Administration and faculty at Salt Lake Community College are gearing up to address ChatGPT and other artificial intelligence programs that provide detailed responses to prompts.
Four internal talks taking place this month aim to explore the potential benefits and downsides of the technology, such as facilitating research and plagiarism. SLCC Dean of Students Candida Mumford said the question comes down to how to juggle integrity and innovation.
“How do we uphold academic integrity while allowing these innovations to happen in the classroom? We’re not the only institution grappling with this,” Mumford said.
Since the public release of ChatGPT in November 2022, users have used the program to complete assignments with minimal personal input. On March 14, developer OpenAI announced the latest version of its program, GPT-4, which the developer claims can clear the uniform bar exam and land in the top 10th percentile.
ChatGPT accomplishes this as a model trained on large amounts of data pulled from the web. For this reason, Business Professor Dr. Lon Schiffbauer prefers to call the program “informed” rather than “intelligent” for the time being.
“It’s informed by the data that it has brought together and creates an autonomous output based on [that],” Schiffbauer said. “But if you’re informed about bad knowledge, it’s still an informed autonomous decision, but … not intelligent.”
Clint Gardner, director for the Student Writing and Reading Center – which provides tutoring sessions to help students with writing assignments – pointed to the technology’s over reliance on “token phrases” when assembling text. In other words, language that is redundant.
“It’s very factually challenged at times,” Gardner said. “[People] are more reliable than a prediction engine.”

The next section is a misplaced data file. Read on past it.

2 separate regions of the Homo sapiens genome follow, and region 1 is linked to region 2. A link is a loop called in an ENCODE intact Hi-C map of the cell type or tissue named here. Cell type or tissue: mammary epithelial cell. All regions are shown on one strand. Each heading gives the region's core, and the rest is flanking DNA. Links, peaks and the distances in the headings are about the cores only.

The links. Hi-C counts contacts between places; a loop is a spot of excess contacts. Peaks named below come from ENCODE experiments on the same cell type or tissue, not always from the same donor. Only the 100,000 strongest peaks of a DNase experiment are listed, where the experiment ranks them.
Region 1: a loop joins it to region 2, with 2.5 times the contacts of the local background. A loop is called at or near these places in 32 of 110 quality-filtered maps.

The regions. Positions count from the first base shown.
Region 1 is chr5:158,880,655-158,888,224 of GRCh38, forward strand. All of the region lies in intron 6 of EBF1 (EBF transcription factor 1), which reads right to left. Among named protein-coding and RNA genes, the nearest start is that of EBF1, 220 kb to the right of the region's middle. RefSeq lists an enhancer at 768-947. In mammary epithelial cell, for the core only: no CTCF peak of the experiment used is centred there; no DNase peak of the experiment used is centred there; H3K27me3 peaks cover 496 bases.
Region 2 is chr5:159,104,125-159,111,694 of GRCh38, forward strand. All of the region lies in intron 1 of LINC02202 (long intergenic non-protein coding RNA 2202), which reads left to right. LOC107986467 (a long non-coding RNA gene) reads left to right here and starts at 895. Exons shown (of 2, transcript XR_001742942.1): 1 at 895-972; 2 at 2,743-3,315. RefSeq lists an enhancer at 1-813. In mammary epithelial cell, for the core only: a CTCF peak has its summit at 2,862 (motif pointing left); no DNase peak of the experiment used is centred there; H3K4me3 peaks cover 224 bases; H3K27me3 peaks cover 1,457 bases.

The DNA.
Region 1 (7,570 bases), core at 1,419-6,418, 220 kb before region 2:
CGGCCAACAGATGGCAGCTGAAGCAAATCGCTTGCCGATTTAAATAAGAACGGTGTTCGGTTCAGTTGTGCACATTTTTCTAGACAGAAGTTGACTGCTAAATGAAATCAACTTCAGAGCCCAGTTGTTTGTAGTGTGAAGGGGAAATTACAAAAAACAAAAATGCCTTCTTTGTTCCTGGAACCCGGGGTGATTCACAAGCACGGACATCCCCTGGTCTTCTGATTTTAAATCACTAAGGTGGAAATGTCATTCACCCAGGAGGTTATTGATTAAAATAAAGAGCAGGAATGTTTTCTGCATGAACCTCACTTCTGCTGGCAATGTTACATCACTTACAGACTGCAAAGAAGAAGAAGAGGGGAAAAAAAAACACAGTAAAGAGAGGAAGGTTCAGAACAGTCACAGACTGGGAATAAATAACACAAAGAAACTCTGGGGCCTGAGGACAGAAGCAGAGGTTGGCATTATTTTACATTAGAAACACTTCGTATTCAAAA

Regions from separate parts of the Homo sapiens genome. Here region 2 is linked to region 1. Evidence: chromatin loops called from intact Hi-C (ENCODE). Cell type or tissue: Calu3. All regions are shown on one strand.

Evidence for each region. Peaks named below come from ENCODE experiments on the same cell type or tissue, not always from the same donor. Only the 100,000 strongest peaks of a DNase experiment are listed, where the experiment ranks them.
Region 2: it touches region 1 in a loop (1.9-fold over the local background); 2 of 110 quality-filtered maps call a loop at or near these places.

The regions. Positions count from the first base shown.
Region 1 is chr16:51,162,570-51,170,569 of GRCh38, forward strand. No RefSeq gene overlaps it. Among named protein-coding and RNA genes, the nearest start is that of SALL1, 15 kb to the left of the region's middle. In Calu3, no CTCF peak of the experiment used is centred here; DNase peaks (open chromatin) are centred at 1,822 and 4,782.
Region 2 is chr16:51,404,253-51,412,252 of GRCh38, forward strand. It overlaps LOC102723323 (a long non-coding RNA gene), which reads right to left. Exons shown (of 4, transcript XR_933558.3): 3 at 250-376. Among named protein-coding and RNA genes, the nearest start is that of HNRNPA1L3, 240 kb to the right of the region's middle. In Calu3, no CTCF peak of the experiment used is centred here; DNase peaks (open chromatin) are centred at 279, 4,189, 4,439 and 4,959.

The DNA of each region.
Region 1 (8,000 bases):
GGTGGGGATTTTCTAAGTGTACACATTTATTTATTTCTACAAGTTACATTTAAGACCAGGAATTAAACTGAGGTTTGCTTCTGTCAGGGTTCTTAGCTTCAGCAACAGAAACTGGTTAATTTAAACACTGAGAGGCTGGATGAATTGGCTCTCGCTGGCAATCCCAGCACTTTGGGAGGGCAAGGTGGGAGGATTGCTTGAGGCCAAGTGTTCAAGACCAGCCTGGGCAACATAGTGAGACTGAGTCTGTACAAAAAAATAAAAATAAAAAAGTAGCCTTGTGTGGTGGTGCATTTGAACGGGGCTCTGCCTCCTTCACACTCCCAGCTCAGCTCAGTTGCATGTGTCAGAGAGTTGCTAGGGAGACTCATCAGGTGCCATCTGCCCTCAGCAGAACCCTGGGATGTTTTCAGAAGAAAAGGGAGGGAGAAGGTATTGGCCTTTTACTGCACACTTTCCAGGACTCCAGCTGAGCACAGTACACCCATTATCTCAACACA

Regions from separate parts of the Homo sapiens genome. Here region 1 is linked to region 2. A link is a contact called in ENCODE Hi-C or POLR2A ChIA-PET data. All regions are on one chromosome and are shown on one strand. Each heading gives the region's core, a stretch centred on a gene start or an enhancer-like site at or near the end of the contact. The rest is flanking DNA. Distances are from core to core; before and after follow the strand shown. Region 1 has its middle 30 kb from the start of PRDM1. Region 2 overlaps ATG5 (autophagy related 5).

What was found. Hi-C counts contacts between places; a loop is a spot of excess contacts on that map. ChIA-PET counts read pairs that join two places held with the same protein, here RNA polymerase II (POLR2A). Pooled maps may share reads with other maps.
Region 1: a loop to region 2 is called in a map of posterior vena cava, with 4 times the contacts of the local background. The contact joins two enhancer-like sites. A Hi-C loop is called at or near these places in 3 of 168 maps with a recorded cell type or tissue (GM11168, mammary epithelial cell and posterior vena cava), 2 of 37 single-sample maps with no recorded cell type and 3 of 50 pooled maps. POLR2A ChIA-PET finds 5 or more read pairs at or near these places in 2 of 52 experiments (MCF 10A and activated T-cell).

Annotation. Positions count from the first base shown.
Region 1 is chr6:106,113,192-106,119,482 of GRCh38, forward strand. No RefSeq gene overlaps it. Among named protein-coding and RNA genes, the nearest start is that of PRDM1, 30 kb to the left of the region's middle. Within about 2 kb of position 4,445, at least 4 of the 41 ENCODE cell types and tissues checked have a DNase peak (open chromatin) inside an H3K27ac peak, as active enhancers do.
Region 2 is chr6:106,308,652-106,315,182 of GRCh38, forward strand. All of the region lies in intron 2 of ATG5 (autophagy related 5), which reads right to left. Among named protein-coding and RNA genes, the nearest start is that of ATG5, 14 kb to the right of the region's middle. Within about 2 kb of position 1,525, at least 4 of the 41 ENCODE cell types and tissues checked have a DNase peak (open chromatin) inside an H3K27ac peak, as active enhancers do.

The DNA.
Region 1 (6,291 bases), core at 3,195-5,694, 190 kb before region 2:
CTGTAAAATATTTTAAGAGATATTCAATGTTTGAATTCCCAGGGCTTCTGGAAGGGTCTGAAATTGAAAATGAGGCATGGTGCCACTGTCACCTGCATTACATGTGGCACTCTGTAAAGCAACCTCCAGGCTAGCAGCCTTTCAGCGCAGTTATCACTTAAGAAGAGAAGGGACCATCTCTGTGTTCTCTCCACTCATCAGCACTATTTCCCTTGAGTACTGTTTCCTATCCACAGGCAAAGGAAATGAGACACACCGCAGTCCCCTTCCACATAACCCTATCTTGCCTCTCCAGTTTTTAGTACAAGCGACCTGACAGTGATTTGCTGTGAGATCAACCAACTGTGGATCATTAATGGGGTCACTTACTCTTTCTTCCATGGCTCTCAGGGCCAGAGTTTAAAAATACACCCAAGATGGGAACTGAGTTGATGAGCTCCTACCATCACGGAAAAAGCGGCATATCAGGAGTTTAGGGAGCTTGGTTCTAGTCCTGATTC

The U.S. Department of Education maintains that artificial intelligence, or AI – a broad term used to describe emerging machine learning technologies like ChatGPT – will have “powerful impacts on learning” through support for students and by “empowering educators to be … less consumed by routine, repetitive tasks.”
This prospect excites Schiffbauer as well as English Professor Tiffany Rousculp, the latter of whom said they believe ChatGPT can redirect learning efforts for the better. Both co-directed a workshop covering the program during this year’s SLCC 360, an event that updates staff and faculty on the college’s trajectory.
“There’s an opportunity for more engaging assignments than the standard research paper,” Rousculp said. “It’s not a problem to be solved, it’s a new technology to be incorporated into student learning.”
Rousculp went on to say that SLCC administration and faculty agree the majority of students want to learn and believe misuse of ChatGPT will only occur among a small percentage. Still, Dean Mumford said an update to the code of student rights and responsibilities is forthcoming.
“As far as the code,” Mumford said, “[ChatGPT misuse] incidents will be navigated much like our other academic misconduct. It’s considered presenting someone else’s ideas that are not your own.”
GPTZero, software that helps detect AI-generated text, has partnered with Canvas, the application SLCC uses for its web-based learning system. Although Canvas has yet to integrate the tool, Rousculp said she believes that detection shouldn’t be the end-all solution.
“We [must] have ways that students use this to their benefit and learn … using it in their eventual profession, whatever field they go into,” Rousculp said. “We can’t detect and forget.”
Mumford said everyone in academic settings has an obligation to find ways to move forward with ChatGPT.
“Let’s teach ourselves and our students how to use it in a responsible way,” Mumford said.